For the most part, discrimination cases can only be filed against employers with at least 15 employees. Federal law and Florida law both limit liability for most discrimination claims to employers with 15 or more employees. But some cities and counties in Florida allow discrimination claims to be made against employers with 5 or more employees.
Miami-Dade County has such an ordinance. A new case out of the Third District Court of Appeals has confirmed that employees who work for employers in Miami-Dade County that have at least 5 employees can sue for discrimination in court.
Is that earth-shattering news? No. That ordinance has been in place for many years. But employers have tried to resist lawsuits filed under the ordinance, saying that there is no private right of action under the ordinance. The alternative was to have an administrative hearing in front of the county equal opportunity board, which is difficult to coordinate. Now it's clear that employees can sue and have a judge and jury hear their discrimination case.
Other counties and municipalities in Florida that have ordinances allowing employees of small employers to bring discrimination claims include Broward, Cutler Bay, Miami Beach, Tampa, Orange County, Hillsborough County, Lee County, and Pinellas County. Whether employees can sue under these ordinances or must use local administrative hearings instead will depend on the language of the ordinance.
In the recent case, the Court pointed to the clear language of the ordinance and found a private right of action exists:
In 2006, the Miami-Dade County Commission amended section 11A-28 to include:
(10) Enforcement by private persons.
(a) If within one hundred eighty (180) days after a complaint is filed alleging discrimination, the Director [of the Commission on Human Rights] has been unable to obtain voluntary compliance with the provisions of this Article, the aggrieved person may demand a notice of right-to-sue from the Director, the issuance of which shall terminate the jurisdiction of the Director and the Board over such a complaint. Not later than ninety (90) days following receipt of the notice of right-to-sue, the aggrieved person may commence a civil action in a court of competent jurisdiction against the respondent named in the complaint.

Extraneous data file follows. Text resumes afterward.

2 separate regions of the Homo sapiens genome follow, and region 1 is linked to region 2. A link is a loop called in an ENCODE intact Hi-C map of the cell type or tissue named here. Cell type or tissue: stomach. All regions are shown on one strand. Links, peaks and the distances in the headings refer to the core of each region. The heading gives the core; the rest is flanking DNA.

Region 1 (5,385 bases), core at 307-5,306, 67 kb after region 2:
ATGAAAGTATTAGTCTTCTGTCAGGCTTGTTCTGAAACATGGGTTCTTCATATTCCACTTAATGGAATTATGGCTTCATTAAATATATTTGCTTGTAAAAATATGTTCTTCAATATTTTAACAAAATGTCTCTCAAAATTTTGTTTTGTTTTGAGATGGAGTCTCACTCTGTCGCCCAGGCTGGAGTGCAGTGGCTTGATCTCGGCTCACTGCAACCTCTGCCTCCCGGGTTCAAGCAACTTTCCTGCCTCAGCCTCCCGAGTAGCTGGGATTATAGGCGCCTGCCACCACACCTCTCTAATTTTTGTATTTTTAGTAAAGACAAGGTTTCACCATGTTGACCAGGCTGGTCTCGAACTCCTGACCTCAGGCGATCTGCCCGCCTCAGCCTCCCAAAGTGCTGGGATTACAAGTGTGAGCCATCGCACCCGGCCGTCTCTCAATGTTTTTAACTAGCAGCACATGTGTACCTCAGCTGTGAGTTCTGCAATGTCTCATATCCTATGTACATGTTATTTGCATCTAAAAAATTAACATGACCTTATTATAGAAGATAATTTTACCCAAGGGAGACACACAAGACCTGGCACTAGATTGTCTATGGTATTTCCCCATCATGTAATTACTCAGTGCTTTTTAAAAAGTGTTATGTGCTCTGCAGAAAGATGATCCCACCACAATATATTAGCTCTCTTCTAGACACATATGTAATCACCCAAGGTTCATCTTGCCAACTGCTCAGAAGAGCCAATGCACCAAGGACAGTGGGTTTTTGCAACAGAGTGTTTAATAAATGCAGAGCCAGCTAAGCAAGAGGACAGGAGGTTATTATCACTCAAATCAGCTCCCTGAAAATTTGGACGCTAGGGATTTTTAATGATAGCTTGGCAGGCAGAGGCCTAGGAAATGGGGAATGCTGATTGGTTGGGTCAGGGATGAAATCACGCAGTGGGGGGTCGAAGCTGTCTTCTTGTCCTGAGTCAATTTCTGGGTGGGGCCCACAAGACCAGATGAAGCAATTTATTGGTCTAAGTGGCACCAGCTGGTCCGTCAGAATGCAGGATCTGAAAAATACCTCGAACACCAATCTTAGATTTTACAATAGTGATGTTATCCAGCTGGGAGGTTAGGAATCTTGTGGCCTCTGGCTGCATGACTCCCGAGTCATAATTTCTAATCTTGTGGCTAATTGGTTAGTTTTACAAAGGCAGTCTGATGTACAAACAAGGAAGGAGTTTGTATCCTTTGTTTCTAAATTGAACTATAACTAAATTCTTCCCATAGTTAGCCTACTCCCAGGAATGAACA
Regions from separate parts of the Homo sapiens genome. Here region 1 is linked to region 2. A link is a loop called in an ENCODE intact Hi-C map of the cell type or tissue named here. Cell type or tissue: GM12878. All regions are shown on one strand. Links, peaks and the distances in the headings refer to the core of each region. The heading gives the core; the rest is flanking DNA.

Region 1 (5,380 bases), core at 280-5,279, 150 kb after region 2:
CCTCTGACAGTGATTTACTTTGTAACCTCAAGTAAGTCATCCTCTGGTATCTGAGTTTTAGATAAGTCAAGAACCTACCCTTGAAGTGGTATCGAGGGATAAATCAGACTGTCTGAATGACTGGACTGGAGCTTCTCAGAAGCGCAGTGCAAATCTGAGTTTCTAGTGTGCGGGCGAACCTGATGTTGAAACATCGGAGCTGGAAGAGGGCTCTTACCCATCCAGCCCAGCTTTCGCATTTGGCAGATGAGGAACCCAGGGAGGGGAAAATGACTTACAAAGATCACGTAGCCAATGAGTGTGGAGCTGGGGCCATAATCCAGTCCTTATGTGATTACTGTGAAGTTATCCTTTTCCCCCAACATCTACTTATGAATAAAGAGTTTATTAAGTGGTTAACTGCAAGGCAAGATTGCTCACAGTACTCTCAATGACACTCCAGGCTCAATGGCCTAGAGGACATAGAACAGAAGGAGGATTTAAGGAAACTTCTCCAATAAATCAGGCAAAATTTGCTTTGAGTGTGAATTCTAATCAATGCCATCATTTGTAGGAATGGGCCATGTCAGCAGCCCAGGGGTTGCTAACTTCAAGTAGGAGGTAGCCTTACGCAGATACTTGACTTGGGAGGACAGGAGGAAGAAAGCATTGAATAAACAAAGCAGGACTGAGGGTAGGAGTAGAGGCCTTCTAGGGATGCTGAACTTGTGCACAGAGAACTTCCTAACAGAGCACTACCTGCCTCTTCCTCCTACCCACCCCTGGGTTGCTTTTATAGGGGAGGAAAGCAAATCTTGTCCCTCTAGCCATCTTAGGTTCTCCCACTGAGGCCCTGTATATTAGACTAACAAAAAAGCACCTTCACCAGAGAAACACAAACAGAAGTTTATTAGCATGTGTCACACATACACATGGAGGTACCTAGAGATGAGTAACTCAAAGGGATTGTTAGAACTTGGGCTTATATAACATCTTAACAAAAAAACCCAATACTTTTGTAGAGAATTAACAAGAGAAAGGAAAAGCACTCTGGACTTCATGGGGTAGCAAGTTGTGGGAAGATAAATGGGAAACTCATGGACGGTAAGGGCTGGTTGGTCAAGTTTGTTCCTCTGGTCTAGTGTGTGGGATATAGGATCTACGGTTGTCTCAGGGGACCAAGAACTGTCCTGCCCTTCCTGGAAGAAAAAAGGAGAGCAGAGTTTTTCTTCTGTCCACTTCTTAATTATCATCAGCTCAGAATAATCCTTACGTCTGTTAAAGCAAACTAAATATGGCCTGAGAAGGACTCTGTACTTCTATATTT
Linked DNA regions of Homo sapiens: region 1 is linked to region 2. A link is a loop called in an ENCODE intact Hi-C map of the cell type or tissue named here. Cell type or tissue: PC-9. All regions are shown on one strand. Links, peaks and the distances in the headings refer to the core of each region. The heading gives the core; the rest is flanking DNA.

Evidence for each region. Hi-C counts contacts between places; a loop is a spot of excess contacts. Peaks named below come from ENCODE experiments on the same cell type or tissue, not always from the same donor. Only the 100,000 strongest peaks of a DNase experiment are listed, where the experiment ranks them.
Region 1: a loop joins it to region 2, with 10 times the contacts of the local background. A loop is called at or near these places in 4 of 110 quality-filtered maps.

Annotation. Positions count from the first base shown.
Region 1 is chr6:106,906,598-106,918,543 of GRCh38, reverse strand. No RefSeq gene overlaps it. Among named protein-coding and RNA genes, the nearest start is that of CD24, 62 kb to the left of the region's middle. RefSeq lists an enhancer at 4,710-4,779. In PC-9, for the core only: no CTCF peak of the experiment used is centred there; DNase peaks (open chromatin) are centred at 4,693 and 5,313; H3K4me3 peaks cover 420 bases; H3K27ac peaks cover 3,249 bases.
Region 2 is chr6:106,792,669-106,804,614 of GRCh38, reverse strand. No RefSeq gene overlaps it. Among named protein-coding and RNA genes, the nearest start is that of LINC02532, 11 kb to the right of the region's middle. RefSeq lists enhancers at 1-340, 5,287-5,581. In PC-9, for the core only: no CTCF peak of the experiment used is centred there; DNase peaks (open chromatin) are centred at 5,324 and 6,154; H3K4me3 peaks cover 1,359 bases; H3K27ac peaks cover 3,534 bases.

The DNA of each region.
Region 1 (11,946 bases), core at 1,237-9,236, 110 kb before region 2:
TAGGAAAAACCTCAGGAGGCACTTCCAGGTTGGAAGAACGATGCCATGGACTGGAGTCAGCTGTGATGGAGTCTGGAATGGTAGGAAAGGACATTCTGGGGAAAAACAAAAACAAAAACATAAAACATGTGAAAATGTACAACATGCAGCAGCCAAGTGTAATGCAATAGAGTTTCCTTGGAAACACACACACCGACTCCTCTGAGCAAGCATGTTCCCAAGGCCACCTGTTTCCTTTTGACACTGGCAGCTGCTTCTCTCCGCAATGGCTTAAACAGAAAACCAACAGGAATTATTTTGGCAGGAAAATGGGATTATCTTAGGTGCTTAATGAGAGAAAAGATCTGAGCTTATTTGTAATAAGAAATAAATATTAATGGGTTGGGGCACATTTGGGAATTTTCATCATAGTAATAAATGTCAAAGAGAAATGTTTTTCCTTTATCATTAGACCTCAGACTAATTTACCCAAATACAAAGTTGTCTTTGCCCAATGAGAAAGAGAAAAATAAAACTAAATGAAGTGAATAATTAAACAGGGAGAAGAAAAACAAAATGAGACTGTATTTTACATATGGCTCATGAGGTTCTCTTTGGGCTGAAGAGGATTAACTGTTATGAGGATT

(b) If, in a private enforcement proceeding under this Article, the court finds that a discriminatory practice has occurred or is about to occur it may issue an order prohibiting the practice and providing affirmative relief from the effects of the practice, including temporary or permanent injunctive and other equitable relief, temporary restraining order, actual and punitive damages, reasonable attorney's fees, interest, costs or other appropriate relief.
The result was as it should be. If a local ordinance provides for a private right of action, then employees can sue in court.
It is now clear that, at least in Miami-Dade County, if your employer has at least 5 employees, it's illegal to discriminate, and you can sue if they do (after filing a charge of discrimination with the county and giving them at least 180 days to resolve it, and after getting a right to sue letter).
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